Haiti pull-out - Soaring costs halting Gov't's quake relief efforts
Arthur Hall, Senior Staff Reporter
FACED WITH a ballooning price tag, and with promised financial assistance slow in coming, the Government has decided to pull the plug on elements of its relief efforts in Haiti.
Less than 72 hours after The Gleaner first reported that financial challenges could force Jamaica to withdraw its soldiers, medical team and firefighters from Haiti, Information Minister Daryl Vaz used yesterday's post-Cabinet media briefing to announce that the pull back has started.
"I think we recall that the minister of national security (Dwight Nelson) indicated that there would be a need to withdraw the troops out of Haiti based on the cost of approximately $773,000 per day and the fact that, up until now, we have not been able to get any funding to carry this operation," Vaz said as he pointed to a story carried by The Gleaner on Monday.
According to Vaz, the Government has already racked up a bill of approximately $40 million, with only token contribution from other regional states.
"And, therefore, the plan was to start effecting withdrawal from January 30, with everybody to be home by February 5," added Vaz.
Still sending donations
He said this would not mean an end to Jamaica's assistance to the earthquake-ravaged Haiti as donations will still be sent to that country using a Canadian air bridge which has been established in Kingston.
Jamaicans in Haiti who want to come home will also be taken back by the Canadians.
Jamaica was among the first countries to respond after a 7.0-magnitude earthquake struck Haiti on January 12.
Teams from the Jamaica Defence Force, the Jamaica Fire Brigade, the Ministry of Health and private medical practitioners rushed to Port-au-Prince to provide emergency assistance, saving hundreds of lives, rescuing trapped persons and providing food and water to thousands of Haitians.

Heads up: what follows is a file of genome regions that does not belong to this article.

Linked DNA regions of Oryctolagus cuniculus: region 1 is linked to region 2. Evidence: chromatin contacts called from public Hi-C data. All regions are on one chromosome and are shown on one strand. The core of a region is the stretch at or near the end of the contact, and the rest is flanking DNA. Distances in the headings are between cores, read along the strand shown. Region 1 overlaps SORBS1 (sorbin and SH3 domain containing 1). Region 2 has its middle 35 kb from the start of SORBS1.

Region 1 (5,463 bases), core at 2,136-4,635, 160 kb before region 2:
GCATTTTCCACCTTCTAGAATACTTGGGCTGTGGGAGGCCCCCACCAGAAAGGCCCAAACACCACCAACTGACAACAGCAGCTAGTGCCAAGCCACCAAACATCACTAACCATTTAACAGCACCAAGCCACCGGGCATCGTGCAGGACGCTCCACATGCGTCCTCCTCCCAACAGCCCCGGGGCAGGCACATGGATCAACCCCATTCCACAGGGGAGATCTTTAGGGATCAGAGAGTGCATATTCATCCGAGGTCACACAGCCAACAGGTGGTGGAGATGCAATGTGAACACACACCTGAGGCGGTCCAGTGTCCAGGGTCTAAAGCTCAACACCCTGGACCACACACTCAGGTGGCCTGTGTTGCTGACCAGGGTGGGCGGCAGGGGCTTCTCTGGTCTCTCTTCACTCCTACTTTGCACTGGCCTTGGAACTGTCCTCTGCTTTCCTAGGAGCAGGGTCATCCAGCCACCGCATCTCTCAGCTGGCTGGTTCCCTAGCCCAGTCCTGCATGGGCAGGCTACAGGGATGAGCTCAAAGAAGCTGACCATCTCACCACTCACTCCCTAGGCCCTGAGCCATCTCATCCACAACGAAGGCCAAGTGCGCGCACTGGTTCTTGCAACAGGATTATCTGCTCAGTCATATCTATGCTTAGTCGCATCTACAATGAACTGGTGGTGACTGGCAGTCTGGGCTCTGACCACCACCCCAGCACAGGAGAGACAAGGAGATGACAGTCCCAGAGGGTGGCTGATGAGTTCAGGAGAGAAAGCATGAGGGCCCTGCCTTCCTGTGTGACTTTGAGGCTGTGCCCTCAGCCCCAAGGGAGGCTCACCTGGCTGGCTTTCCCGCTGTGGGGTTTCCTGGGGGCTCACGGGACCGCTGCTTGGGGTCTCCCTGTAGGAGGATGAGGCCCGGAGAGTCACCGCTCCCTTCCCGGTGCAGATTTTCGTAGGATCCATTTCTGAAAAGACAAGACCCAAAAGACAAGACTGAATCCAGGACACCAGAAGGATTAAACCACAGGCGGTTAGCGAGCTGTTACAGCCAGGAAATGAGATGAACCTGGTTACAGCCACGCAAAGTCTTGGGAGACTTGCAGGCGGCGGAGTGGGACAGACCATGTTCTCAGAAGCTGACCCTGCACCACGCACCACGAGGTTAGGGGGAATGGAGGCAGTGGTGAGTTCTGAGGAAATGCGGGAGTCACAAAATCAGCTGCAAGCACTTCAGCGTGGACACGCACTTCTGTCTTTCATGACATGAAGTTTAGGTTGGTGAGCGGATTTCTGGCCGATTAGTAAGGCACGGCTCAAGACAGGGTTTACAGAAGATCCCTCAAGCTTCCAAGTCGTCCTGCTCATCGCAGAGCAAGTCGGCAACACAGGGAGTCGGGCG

However, faced with its financial woes, the Government made it clear that it could not fund the operation and was promised financial assistance from other CARICOM states, developed countries and international donor agencies.
But so far, only a trickle of money has been received, leaving the Government with little option but to call the troops home.
"We have done a remarkable job with the little resources that we have in helping our sister nation during these last few weeks but, based on the constraints that you are all aware of, without any further funding we cannot sustain the operations," Vaz said.
Yesterday afternoon, just hours after Vaz's comments, CARICOM stated that its Secretary-General, Edwin Carrington, had signalled the Community's commitment, in the long term, towards Haiti's recovery and reconstruction.
A release from the CARICOM Secretariat's Georgetown, Guyana headquarters, stated that, at its 13th meeting of the Budget Committee, Carrington said the Secretariat had moved to establish a "dedicated unit to coordinate the short and medium term involvement of the Community in the recovery, reconstruction and development of Haiti".
The secretariat said that mandate was handed down by the Bureau of Heads of Government, which met in Paramaribo, Suriname, last Friday.
"We are fully seized not only of the financial and economic challenges facing our member states, but also of the implications of our short, medium and long-term involvement in the rehabilitation and development of Haiti as indeed of all our member states," Carrington said.